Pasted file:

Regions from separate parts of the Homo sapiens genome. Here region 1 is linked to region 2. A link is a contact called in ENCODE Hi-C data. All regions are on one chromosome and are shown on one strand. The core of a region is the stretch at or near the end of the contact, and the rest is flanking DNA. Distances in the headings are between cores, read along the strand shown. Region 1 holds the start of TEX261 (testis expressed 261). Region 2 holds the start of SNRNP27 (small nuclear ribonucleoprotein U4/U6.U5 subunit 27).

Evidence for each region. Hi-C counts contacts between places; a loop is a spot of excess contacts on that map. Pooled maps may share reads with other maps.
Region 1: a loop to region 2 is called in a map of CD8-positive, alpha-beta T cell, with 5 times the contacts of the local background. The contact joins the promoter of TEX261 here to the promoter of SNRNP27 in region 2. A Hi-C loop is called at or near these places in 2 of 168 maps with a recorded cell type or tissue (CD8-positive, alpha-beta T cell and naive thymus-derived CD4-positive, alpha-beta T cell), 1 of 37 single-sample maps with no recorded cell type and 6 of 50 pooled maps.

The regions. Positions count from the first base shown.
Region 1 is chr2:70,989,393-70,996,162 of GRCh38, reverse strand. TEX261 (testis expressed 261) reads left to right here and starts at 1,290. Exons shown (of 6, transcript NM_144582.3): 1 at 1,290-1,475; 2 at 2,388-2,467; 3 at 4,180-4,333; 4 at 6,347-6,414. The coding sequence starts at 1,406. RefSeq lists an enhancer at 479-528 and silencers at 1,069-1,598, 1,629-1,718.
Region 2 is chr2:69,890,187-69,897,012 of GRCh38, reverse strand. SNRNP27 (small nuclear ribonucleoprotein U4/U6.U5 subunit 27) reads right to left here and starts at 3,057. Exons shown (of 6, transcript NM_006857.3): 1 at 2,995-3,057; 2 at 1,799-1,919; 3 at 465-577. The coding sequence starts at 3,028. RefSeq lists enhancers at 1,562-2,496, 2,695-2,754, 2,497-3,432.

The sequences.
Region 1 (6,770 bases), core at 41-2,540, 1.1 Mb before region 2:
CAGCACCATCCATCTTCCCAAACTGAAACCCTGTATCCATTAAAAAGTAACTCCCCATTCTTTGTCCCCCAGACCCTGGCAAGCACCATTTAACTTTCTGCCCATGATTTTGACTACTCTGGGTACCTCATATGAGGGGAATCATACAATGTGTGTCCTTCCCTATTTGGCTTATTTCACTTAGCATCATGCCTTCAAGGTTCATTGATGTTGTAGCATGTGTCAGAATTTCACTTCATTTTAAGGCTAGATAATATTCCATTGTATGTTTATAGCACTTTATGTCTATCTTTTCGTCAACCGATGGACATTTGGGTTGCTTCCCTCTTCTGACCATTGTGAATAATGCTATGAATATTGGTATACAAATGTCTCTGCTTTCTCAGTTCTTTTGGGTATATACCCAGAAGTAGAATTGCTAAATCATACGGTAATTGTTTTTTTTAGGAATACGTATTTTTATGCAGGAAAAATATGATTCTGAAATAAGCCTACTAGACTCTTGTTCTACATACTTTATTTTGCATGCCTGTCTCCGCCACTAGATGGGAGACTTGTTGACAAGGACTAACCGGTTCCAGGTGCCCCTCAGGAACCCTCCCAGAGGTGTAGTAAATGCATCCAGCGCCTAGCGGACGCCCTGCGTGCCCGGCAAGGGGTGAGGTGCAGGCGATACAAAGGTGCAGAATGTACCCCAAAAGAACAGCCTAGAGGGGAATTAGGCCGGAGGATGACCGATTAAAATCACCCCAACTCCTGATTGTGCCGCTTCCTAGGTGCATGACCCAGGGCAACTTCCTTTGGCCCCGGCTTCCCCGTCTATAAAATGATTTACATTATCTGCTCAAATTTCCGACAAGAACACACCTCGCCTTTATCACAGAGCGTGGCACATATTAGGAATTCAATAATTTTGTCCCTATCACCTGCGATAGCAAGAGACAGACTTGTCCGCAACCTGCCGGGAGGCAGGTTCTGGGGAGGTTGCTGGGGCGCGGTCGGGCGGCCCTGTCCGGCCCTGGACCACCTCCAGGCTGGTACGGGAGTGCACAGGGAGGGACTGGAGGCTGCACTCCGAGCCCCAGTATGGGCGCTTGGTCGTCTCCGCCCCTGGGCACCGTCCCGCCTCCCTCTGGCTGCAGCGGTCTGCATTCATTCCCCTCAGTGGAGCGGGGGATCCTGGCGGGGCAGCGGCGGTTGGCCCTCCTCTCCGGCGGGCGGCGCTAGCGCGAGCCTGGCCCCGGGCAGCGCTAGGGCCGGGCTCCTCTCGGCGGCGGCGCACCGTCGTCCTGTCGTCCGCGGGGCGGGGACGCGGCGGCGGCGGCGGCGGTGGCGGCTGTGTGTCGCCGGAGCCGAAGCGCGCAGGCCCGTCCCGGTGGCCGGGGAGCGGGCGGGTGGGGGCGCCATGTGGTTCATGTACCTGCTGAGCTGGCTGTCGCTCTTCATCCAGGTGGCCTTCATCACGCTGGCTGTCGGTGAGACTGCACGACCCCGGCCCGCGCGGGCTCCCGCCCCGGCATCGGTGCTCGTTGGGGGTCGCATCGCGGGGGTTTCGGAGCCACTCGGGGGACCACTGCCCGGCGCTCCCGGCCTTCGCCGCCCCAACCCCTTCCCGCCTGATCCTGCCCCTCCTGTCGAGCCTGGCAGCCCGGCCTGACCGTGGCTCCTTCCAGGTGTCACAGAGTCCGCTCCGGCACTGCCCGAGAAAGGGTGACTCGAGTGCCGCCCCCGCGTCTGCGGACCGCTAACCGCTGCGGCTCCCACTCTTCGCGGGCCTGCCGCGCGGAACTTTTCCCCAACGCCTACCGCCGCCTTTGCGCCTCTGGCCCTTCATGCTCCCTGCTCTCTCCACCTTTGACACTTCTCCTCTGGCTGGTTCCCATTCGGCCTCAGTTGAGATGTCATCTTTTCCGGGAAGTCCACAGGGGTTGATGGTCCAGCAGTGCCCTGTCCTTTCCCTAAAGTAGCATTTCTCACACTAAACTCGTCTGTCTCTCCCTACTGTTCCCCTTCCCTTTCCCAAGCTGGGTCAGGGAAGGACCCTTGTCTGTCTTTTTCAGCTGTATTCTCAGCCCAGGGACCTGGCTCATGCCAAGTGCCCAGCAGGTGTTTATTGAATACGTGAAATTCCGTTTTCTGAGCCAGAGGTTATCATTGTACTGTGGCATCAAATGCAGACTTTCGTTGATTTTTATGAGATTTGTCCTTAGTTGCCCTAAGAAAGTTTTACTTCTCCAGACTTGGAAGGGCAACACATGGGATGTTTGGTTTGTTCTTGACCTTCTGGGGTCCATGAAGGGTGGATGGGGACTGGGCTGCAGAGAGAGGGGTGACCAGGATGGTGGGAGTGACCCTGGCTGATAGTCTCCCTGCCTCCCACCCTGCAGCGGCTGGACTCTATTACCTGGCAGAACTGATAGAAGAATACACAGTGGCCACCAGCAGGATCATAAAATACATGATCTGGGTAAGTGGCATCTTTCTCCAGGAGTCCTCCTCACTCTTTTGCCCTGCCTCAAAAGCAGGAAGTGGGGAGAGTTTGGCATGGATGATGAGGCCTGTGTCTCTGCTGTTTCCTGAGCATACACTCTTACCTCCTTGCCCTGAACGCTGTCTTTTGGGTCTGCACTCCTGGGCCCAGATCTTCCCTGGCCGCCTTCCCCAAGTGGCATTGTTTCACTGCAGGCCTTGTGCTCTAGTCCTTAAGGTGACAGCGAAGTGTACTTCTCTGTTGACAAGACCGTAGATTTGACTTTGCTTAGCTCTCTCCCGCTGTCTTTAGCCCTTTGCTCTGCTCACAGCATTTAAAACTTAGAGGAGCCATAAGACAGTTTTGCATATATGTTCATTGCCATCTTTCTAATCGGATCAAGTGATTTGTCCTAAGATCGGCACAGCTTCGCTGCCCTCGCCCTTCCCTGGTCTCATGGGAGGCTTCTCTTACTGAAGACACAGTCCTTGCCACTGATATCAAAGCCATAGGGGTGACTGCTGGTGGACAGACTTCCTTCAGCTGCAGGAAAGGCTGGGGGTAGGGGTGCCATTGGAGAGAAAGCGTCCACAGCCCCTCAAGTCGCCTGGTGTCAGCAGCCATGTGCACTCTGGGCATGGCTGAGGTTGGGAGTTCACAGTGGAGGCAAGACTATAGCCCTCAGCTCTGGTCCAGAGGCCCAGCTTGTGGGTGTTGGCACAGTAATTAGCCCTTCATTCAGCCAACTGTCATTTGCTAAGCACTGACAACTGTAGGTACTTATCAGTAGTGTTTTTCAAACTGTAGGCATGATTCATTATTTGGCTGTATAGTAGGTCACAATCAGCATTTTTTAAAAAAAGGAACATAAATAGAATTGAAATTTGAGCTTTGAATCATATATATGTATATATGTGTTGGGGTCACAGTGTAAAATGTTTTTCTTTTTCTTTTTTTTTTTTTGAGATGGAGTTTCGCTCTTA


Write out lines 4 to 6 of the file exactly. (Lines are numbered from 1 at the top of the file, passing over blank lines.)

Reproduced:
The regions. Positions count from the first base shown.
Region 1 is chr2:70,989,393-70,996,162 of GRCh38, reverse strand. TEX261 (testis expressed 261) reads left to right here and starts at 1,290. Exons shown (of 6, transcript NM_144582.3): 1 at 1,290-1,475; 2 at 2,388-2,467; 3 at 4,180-4,333; 4 at 6,347-6,414. The coding sequence starts at 1,406. RefSeq lists an enhancer at 479-528 and silencers at 1,069-1,598, 1,629-1,718.
Region 2 is chr2:69,890,187-69,897,012 of GRCh38, reverse strand. SNRNP27 (small nuclear ribonucleoprotein U4/U6.U5 subunit 27) reads right to left here and starts at 3,057. Exons shown (of 6, transcript NM_006857.3): 1 at 2,995-3,057; 2 at 1,799-1,919; 3 at 465-577. The coding sequence starts at 3,028. RefSeq lists enhancers at 1,562-2,496, 2,695-2,754, 2,497-3,432.